This Man’s Plea Asking His Parents to Support Gay Marriage Didn’t Change Their Minds, But It Did Go Viral

This Man’s Plea Asking His Parents to Support Gay Marriage Didn’t Change Their Minds, But It Did Go Viral

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Australian actor Barnaby Reiter penned an open letter to his parents during the country’s vote on same-sex marriage. After sharing on social media, the actor’s heartbreaking plea went viral.

Reiter shared the letter on his Instagram alongside the caption: “An open letter to my ‘No’ voting parents”.

“It hasn’t been an easy time here in the Reiter family but this is a letter I gave to my parents in the hopes they would change their minds – to no success,” he admits. “I hesitated sharing this but thought it might help anyone else feeling similar in what has become a truly dark time in Australian history. I know I have the love and support of my extended family and friends. Always here if anyone needs to talk.’

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In the letter, Reiter writes: “I know you both care about me and you’ve both given me everything I could ever hope for — up to but not including the ability to feel safe and comfortable in my own skin in our home environment.”

“But. Please know that if you choose to tick the ‘no’ box you will not be invited to my wedding. You can’t have it both ways.”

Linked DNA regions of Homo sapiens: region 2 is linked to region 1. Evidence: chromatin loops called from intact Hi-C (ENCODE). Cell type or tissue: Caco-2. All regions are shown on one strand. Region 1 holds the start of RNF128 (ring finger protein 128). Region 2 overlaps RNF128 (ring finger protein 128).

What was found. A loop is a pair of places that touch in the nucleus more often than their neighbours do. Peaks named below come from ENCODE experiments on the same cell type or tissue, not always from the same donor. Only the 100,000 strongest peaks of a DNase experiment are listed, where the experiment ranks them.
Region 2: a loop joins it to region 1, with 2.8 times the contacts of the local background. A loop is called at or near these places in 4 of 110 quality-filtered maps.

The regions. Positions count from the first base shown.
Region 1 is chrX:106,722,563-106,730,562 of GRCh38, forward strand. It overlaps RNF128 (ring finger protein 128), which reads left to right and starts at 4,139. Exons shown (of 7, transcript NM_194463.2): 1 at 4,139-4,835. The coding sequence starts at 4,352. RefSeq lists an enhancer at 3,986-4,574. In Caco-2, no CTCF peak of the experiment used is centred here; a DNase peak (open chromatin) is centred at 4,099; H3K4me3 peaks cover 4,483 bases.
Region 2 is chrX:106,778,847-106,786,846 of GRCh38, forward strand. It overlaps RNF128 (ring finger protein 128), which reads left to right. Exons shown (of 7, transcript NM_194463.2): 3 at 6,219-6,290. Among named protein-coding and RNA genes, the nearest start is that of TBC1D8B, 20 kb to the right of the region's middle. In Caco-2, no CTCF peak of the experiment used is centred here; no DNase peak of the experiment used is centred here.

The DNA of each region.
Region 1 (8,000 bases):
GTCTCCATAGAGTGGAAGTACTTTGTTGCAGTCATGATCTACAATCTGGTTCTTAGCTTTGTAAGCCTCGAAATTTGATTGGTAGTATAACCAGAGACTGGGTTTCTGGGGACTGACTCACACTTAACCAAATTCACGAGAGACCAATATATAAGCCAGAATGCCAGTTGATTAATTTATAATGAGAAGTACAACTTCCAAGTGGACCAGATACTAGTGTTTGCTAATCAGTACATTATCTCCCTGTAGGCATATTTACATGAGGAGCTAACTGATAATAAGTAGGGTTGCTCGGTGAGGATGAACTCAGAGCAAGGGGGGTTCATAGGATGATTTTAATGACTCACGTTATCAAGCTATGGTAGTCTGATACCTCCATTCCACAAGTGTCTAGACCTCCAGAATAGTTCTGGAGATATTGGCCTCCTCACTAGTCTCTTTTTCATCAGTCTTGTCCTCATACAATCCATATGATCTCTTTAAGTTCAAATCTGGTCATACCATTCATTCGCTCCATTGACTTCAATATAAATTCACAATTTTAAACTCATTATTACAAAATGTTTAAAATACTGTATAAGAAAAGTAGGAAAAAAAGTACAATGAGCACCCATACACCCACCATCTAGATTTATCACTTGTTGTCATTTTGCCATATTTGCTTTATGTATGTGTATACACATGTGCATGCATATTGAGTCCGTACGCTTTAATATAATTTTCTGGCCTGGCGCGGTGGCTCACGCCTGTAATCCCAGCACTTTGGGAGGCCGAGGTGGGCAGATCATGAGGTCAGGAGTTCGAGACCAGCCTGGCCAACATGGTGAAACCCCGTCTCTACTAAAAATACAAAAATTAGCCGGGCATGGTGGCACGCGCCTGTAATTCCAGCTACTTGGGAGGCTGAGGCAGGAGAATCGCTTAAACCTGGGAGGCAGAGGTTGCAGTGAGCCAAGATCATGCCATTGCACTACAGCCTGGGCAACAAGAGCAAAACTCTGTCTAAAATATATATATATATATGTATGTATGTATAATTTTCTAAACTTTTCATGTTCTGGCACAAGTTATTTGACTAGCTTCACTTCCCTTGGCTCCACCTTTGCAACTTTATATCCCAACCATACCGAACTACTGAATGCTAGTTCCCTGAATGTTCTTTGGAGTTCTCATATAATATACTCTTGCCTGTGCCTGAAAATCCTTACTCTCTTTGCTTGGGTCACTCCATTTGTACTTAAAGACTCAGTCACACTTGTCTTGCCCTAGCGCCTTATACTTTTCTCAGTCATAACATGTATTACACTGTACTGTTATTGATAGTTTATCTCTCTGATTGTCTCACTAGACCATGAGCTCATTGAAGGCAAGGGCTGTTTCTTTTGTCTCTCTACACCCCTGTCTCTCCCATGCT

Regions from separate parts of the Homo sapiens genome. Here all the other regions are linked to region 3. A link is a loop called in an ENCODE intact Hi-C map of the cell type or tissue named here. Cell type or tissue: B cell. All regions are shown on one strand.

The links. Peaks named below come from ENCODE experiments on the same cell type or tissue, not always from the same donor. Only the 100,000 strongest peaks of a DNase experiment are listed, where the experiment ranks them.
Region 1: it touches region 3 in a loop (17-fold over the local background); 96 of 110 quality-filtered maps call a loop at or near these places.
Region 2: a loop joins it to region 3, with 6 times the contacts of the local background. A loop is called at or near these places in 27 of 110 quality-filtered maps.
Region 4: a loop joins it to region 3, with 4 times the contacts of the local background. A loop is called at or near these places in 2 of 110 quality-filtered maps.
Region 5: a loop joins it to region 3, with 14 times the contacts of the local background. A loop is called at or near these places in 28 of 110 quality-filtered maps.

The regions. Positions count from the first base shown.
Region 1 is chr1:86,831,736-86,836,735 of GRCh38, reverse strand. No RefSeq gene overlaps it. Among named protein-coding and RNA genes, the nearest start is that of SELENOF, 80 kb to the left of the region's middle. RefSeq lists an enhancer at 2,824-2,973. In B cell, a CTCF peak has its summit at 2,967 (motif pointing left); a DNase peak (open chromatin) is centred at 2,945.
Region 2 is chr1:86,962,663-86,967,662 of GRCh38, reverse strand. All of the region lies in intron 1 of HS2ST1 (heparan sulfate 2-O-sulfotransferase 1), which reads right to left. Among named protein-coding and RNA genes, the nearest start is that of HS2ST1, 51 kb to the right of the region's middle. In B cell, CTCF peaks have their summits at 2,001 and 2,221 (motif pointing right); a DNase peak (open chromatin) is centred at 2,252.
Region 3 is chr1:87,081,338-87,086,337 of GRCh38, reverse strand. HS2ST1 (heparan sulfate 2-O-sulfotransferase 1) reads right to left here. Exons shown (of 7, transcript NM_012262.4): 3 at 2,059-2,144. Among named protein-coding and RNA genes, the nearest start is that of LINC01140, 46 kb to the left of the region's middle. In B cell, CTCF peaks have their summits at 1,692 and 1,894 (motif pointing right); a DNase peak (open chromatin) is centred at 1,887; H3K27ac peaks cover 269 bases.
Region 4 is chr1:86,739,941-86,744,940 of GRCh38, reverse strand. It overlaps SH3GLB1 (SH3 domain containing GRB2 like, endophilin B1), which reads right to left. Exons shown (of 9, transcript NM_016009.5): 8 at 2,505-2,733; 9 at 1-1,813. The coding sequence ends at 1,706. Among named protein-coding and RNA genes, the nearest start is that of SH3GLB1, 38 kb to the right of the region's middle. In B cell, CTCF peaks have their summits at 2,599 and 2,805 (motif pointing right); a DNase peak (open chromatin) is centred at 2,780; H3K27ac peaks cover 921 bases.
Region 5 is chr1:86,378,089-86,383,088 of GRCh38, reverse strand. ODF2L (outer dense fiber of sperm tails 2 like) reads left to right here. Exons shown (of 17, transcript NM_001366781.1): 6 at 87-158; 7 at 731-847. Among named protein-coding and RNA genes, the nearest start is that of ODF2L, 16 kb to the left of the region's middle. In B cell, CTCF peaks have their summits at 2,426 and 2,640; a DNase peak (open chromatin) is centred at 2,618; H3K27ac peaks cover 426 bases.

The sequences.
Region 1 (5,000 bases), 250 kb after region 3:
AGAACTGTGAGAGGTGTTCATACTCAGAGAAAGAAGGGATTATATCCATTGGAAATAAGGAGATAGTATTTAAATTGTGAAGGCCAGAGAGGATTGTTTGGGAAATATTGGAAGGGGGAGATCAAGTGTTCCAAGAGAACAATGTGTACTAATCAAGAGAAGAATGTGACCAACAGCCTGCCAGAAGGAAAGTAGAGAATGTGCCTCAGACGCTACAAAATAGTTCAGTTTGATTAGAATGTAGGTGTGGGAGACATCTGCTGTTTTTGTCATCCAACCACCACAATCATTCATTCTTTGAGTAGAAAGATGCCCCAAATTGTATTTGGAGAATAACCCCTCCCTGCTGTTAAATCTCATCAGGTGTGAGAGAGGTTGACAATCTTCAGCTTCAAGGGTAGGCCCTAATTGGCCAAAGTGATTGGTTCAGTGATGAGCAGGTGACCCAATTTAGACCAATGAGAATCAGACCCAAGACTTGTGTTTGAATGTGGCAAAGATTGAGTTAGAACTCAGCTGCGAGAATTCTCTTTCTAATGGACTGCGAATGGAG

He added: “When you read that question I don’t want you to see it as ‘Do you support changing the marriage act to include same-sex couples?’ I want it to really say ‘Will you be attending the inevitable wedding of your son and the man of his dreams/father of his children and their life thereafter?’”

Reiter then ended the letter by writing: “Choose carefully, because as you’ve always taught me: ‘Life is a series of choices.’”

The mail survey asking Australians to vote on marriage equality ended Tuesday, November 7.

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The Australian Bureau of Statistics (ABS) reportedly received some 12.6 million ballots before the deadline, with more than 78.5% of eligible voters returning theirs by Friday, November 3.

Official results from the survey are expected on November 15. It’s not legally binding, but will make it easier for lawmakers to introduce equal marriage legislation in parliament.